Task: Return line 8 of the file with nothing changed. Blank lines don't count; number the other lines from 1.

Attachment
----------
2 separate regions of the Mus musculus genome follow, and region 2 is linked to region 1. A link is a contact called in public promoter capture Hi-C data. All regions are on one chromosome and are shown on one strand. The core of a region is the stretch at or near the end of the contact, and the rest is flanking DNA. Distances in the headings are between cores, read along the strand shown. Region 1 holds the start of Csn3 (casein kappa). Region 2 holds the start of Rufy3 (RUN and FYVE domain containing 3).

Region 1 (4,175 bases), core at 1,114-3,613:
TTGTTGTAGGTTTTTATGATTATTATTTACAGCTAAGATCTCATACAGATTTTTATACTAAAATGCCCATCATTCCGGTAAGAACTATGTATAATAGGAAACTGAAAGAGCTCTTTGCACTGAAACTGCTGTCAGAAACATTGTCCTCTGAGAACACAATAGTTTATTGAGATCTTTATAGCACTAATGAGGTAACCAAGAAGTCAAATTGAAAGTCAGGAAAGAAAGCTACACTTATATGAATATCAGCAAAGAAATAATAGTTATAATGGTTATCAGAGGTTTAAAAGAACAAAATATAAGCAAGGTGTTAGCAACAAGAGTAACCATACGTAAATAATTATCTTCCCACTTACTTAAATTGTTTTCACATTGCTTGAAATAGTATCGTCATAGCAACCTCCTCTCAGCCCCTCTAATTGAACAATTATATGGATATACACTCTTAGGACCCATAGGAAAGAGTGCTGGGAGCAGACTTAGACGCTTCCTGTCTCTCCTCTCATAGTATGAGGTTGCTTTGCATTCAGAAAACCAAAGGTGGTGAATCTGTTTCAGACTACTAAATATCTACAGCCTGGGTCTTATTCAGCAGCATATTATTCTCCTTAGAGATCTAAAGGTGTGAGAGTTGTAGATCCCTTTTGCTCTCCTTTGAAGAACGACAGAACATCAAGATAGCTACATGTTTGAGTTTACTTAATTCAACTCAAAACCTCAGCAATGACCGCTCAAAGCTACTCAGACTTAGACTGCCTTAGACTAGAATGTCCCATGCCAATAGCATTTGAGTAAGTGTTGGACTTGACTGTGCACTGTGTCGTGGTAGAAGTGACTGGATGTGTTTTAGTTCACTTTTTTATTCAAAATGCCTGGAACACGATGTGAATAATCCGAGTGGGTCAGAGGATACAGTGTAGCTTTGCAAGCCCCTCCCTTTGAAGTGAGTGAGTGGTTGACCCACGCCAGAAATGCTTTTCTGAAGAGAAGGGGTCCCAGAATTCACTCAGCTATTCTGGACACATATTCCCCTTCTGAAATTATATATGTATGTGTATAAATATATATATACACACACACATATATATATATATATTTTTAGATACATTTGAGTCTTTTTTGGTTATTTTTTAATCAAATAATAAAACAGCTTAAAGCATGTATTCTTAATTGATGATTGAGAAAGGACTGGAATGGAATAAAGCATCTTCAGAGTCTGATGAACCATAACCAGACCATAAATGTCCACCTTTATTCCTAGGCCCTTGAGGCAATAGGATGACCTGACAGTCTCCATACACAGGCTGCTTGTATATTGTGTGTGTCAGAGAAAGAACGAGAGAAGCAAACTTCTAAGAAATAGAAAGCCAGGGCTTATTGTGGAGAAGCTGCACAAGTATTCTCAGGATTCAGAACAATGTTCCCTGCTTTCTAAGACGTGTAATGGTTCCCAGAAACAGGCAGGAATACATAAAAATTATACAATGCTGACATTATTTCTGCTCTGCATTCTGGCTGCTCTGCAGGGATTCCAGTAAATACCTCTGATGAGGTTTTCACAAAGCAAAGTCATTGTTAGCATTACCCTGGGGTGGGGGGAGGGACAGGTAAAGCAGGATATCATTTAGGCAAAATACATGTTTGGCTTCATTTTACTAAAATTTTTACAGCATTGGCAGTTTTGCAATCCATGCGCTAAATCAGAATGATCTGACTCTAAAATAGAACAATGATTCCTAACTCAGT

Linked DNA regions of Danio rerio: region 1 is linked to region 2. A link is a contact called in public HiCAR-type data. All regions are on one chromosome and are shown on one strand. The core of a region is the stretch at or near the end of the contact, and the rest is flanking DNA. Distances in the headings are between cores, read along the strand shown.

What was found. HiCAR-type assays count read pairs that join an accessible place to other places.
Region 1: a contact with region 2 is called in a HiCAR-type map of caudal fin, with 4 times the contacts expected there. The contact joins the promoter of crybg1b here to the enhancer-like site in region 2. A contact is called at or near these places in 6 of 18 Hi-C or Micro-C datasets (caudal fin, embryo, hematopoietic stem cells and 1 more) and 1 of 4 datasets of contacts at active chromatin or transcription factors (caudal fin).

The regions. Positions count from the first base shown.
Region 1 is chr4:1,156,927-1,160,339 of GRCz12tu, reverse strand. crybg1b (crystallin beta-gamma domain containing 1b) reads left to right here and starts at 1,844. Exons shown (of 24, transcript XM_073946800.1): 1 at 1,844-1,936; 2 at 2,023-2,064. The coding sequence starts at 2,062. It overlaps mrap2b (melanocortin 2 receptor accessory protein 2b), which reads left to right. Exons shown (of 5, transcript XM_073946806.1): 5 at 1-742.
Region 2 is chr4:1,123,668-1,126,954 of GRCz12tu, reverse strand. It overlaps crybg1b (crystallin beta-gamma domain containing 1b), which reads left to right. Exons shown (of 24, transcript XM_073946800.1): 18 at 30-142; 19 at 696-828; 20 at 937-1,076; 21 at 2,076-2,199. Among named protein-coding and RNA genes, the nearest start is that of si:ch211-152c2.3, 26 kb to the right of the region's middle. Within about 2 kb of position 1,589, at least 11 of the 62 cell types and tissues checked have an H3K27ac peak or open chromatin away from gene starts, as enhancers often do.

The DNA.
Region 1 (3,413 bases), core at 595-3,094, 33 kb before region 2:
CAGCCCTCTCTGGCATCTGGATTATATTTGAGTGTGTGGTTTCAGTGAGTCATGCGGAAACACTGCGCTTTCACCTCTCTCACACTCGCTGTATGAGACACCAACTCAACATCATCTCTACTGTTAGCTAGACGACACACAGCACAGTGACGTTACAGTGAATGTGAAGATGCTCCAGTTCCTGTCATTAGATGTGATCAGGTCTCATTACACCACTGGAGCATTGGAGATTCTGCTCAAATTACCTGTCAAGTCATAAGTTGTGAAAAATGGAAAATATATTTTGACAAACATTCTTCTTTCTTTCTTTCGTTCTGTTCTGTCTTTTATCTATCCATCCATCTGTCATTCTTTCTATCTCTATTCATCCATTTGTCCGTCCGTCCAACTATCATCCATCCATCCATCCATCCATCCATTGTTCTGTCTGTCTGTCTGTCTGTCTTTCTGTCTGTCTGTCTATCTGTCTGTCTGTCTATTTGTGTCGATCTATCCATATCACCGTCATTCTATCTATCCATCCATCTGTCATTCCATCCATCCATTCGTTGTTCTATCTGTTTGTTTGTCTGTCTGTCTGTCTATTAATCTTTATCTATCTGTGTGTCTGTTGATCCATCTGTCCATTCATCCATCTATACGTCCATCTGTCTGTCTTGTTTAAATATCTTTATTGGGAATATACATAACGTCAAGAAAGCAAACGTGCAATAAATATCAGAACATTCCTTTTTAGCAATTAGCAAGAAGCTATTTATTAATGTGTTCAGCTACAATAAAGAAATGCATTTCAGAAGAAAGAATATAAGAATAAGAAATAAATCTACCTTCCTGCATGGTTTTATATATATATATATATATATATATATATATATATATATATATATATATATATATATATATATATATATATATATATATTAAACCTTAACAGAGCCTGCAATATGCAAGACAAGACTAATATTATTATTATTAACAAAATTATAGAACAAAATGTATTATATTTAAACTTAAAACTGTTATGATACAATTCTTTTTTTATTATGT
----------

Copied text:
Region 1 is chr4:1,156,927-1,160,339 of GRCz12tu, reverse strand. crybg1b (crystallin beta-gamma domain containing 1b) reads left to right here and starts at 1,844. Exons shown (of 24, transcript XM_073946800.1): 1 at 1,844-1,936; 2 at 2,023-2,064. The coding sequence starts at 2,062. It overlaps mrap2b (melanocortin 2 receptor accessory protein 2b), which reads left to right. Exons shown (of 5, transcript XM_073946806.1): 5 at 1-742.